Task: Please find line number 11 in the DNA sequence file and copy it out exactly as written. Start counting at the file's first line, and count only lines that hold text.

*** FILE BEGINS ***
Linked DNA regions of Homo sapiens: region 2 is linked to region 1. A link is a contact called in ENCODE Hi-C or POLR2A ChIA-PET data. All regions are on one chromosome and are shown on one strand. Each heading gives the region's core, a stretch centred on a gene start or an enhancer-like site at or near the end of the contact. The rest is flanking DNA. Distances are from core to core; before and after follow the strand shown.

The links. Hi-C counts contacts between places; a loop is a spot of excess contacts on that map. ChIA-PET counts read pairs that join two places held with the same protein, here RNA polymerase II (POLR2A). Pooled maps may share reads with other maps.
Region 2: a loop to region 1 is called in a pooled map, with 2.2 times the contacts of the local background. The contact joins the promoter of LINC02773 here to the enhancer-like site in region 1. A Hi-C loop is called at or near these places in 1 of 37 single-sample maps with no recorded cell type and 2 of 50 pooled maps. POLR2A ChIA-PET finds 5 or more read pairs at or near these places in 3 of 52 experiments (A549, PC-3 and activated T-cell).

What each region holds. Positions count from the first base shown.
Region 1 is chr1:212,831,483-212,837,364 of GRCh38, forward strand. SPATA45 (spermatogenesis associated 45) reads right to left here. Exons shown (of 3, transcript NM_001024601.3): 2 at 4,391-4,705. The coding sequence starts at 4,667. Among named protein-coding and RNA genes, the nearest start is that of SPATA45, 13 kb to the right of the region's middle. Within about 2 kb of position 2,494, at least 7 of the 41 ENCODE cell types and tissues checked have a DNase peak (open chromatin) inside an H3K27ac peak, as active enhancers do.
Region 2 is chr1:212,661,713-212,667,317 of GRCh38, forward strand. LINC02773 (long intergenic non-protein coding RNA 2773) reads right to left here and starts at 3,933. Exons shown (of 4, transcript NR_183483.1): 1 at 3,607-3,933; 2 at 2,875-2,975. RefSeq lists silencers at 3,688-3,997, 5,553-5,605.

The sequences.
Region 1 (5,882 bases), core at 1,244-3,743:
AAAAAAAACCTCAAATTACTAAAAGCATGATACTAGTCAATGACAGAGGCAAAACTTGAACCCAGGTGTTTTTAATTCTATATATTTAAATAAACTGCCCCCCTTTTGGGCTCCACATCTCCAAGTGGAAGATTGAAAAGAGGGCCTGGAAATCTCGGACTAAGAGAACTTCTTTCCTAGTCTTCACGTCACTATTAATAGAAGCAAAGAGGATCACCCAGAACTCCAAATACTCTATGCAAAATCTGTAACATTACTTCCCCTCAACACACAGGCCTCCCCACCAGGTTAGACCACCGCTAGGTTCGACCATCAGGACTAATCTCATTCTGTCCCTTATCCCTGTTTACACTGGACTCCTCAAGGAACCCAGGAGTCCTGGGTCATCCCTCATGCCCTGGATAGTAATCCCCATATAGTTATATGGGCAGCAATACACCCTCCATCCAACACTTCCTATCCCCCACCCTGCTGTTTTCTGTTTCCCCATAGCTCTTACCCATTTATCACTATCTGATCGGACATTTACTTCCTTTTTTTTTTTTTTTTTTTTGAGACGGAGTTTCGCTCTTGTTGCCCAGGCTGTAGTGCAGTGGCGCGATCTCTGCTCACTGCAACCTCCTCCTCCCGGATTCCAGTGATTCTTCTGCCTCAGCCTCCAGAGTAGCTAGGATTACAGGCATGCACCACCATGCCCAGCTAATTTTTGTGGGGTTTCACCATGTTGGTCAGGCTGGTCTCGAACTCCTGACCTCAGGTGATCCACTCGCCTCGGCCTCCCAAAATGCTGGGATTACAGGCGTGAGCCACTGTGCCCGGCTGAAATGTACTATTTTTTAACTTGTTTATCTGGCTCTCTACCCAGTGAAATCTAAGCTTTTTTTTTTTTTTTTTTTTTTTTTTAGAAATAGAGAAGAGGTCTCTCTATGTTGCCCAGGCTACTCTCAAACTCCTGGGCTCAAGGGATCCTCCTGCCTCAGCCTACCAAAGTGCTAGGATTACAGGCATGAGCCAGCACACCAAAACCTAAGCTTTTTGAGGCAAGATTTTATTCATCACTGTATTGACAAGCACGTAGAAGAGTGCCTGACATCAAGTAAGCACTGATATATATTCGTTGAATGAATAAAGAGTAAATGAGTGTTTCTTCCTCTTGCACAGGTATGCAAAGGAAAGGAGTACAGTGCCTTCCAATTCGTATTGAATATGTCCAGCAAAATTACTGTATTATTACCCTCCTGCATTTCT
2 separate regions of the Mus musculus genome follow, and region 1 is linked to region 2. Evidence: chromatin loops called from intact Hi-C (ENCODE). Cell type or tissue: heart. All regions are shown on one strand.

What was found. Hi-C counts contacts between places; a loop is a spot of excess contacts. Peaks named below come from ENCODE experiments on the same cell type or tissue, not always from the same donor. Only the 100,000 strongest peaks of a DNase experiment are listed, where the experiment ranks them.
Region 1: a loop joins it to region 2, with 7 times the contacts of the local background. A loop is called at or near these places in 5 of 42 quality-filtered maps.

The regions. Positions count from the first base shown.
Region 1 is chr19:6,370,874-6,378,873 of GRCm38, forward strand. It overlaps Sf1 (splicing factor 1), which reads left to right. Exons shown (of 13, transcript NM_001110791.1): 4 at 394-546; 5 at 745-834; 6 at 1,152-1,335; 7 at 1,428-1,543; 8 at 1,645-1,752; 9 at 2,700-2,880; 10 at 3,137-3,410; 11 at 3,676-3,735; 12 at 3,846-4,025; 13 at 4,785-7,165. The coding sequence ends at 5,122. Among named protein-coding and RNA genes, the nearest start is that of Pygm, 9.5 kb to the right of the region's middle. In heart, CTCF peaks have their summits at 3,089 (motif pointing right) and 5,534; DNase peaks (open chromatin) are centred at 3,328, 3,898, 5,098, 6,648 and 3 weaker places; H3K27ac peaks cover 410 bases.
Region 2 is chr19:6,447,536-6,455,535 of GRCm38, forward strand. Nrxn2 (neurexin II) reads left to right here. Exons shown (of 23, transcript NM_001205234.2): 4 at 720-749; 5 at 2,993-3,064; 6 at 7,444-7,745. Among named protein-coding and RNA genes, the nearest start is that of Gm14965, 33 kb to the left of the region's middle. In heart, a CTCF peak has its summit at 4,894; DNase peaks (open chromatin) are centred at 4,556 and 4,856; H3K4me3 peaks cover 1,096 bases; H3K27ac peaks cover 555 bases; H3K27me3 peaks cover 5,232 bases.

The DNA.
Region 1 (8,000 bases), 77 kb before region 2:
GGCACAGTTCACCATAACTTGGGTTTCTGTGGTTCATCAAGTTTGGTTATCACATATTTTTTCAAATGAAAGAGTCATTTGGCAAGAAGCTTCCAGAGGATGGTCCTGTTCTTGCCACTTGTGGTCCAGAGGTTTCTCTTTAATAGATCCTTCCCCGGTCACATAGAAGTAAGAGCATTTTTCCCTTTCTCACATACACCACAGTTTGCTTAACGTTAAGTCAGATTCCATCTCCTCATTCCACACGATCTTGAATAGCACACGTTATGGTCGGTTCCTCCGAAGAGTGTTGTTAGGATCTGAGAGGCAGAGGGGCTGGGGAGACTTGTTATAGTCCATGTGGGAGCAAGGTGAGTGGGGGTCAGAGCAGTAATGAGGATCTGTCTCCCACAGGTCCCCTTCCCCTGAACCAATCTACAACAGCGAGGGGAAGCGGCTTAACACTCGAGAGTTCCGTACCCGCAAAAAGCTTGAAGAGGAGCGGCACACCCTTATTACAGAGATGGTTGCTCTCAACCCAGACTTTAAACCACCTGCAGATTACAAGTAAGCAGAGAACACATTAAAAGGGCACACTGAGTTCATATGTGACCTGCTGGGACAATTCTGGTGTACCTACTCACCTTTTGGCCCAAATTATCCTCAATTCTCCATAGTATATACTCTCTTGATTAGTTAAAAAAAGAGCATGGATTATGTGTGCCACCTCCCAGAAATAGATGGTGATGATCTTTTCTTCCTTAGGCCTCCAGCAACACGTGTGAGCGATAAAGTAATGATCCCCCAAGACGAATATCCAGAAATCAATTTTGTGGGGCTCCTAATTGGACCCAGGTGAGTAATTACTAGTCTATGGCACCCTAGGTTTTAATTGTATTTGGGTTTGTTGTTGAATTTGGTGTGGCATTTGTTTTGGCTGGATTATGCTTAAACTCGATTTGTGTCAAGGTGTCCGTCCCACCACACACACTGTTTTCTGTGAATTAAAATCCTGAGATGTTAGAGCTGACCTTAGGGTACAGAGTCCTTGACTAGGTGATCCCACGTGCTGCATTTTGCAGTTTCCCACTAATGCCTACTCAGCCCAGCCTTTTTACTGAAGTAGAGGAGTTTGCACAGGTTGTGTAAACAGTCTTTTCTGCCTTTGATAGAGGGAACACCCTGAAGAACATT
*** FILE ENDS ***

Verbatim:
What was found. Hi-C counts contacts between places; a loop is a spot of excess contacts. Peaks named below come from ENCODE experiments on the same cell type or tissue, not always from the same donor. Only the 100,000 strongest peaks of a DNase experiment are listed, where the experiment ranks them.